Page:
Fighting for the throne
Below is a ternary graph which has been used to show the style of Europe’s emerging attacking players. It’s important to note that this is an indication of style over ability, identifying how a player’s game is focussed based on three differing metrics. The stats used to create the graph have been taken from the 2019/20 season.
We can see from the analysis that the majority of players, including Mason Greenwood and Gabriel Martinelli, have balanced playing-styles. From the figures, we can see Esposito, however, is highly geared towards goal-scoring. Rival/teammate Eddie Salcedo’s statistics show he is more of a creator than a goalscorer in his latest season.
So now we’ve compared playing-styles, let’s compare productivity.
We can see above that Esposito is leading the way in terms of xG per 90 compared to his cohort. The youngster sits far above the average set of 0.32 xG90 and beats the likes of highly coveted Greenwood (0.41 xG90) and Fábio Silva (0.36 xG90). This demonstrates Esposito’s ability to find space and move into positions where he can score goals.
The graph also shows the youngster is underperforming against the amount he would be expected to score based on his xG90. This could be a spell of variance for the Italian, and something we’d expect to see align as more games are played. It also enforces our previous point, looking at when and where Esposito should be shooting from, as garnering a large xG90 with shots from distance will continue to put Esposito in a deficit against this metric. Being so young, Esposito has plenty of capacity to develop a better understanding and improve as his experience grows.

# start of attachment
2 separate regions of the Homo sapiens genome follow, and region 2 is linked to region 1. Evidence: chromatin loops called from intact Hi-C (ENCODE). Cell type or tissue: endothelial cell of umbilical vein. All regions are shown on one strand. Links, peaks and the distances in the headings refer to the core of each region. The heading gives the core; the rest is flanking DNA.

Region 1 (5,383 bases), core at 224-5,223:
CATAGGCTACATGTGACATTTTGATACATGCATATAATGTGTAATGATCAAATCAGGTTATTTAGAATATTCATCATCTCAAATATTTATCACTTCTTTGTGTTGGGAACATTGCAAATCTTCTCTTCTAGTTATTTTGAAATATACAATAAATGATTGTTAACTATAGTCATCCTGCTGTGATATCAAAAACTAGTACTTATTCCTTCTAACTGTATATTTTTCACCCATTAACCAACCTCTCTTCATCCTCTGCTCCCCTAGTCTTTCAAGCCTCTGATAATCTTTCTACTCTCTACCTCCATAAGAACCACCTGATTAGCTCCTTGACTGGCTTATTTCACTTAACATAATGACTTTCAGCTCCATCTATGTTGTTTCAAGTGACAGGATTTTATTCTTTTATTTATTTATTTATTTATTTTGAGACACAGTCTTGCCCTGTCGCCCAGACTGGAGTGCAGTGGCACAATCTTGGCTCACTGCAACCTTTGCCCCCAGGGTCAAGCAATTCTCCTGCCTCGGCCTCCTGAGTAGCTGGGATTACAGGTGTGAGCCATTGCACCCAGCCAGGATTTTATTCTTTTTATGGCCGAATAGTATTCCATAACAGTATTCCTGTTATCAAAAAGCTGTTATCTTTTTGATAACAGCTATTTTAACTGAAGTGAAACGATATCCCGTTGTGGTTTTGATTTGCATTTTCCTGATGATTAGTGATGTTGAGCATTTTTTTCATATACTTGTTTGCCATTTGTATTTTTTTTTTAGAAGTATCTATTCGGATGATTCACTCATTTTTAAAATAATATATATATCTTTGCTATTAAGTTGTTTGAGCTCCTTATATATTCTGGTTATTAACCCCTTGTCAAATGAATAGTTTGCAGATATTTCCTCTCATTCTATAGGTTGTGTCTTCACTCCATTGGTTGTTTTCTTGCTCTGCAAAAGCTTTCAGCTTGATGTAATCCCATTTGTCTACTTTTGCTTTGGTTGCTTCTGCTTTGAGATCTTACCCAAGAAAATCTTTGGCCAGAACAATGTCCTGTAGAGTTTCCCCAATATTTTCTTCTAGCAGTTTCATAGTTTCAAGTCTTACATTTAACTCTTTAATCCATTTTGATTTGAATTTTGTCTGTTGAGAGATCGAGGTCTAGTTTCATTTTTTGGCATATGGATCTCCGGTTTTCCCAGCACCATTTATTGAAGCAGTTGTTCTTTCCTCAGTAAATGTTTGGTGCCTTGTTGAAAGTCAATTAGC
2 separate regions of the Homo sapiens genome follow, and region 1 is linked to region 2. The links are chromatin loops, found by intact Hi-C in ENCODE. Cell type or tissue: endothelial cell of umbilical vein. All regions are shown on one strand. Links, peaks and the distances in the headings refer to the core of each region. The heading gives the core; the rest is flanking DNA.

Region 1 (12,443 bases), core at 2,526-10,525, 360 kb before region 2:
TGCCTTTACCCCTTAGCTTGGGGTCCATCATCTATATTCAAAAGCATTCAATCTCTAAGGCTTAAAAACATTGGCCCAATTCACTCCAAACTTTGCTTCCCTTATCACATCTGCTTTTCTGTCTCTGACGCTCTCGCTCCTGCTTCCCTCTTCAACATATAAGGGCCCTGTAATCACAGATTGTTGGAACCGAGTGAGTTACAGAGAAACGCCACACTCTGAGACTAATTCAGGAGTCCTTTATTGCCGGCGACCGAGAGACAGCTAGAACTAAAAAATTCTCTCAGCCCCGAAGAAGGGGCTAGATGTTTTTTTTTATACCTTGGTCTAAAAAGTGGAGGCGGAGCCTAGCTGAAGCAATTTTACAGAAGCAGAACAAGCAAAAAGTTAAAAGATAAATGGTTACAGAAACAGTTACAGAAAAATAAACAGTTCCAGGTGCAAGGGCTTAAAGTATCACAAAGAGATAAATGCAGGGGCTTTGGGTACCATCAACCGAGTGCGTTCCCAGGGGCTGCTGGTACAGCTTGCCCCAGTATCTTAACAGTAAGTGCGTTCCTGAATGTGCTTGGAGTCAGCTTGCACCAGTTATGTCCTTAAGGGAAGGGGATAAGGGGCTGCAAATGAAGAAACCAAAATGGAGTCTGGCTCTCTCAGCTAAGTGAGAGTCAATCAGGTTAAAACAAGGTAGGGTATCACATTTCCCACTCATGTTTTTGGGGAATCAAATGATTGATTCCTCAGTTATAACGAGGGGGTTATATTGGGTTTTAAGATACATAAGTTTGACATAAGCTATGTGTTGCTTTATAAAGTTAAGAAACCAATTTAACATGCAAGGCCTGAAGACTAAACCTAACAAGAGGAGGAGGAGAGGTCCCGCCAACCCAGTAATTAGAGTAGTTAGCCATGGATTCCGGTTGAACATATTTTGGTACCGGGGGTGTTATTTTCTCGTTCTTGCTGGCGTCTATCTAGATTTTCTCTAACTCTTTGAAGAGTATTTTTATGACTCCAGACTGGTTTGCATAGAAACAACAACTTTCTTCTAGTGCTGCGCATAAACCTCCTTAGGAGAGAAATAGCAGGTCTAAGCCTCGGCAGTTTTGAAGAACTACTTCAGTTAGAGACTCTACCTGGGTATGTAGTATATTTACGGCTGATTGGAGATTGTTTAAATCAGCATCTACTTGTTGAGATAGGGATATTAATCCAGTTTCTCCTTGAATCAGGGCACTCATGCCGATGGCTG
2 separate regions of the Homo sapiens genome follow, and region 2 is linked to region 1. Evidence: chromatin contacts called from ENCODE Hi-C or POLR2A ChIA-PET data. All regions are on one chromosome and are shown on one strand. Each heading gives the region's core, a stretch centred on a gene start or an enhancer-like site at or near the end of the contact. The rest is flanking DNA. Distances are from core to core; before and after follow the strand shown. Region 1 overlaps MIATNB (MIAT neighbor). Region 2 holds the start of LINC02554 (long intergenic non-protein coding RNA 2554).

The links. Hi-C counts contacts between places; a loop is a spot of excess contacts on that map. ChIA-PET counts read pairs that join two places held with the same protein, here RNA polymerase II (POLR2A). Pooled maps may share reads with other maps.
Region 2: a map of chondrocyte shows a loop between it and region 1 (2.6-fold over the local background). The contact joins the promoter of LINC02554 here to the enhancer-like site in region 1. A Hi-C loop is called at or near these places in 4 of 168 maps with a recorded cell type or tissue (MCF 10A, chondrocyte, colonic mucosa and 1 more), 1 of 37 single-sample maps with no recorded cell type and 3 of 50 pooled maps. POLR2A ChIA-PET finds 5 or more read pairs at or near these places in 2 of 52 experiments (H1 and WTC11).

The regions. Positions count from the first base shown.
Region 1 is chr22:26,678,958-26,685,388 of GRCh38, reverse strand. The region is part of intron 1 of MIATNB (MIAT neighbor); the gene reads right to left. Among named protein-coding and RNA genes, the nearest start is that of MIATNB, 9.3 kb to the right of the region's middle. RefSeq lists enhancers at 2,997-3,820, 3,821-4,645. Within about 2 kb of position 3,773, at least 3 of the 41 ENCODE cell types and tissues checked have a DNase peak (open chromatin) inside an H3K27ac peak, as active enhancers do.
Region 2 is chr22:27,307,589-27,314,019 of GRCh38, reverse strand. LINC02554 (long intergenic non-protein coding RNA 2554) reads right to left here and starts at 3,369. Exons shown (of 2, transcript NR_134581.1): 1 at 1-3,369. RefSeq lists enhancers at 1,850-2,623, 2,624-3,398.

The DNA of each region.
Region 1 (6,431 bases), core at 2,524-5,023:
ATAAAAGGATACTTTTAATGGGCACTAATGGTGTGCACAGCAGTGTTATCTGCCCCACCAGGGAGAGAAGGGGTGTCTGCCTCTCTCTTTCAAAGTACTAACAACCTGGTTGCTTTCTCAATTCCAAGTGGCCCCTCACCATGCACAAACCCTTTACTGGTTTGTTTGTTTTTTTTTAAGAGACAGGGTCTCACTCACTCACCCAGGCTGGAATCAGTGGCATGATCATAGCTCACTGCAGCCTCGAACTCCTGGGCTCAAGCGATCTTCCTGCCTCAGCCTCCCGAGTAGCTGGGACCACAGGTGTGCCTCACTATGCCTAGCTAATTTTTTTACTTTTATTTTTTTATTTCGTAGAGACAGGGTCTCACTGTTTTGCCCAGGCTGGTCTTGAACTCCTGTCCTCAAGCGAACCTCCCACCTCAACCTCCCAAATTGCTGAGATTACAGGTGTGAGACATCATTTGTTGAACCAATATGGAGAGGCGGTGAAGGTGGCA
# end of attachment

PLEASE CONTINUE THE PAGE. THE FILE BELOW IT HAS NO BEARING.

The next graph supports this point. It measures shots per 90 against a player’s touches in the box per 90. We can see that Esposito is far above the average of 2.17 in terms of shots per 90. This is positive in that he is getting into goal-scoring positions, but again, potentially highlights a tendency to shoot too early instead of waiting for a better opportunity. An average of 6.17 touches in the box per 90 is also streets ahead of his peers. The average is just 4.25, showing Esposito’s competency of finding space inside a congested penalty area.
The next graph looks at the creative side of the attacking talents. Following on from Esposito’s playing-style, which we learned is goal-centric, it’s no surprise that he is behind his peers in the creative aspects. The Italian is second last for both xA90 and assists per 90, averaging an xA of just 0.03 per 90. This is far below the average set of 0.14. Matías Palacios leads the way in this area, averaging 0.39 xA per 90 minutes.
This is potentially another area of improvement for the youngster who may look to balance his impact on the field, making him a useful team asset even in times when the goals aren’t flowing.
In this scout report, we have highlighted Sebastiano Esposito as a player who has the potential to become a top striker in Europe. Looking at his contribution both on and off the ball we’ve seen that the youngster has all the attributes physically, mentally and technically to succeed at the highest level.
Entering a crucial period of development in his career under Conte, Esposito’s work ethic should continue to take him on a curve that seemingly has no ceiling. As ever with players of this age, it’s difficult to truly predict a career path, but if the start is anything to go off, Esposito has a long and exciting career ahead of him.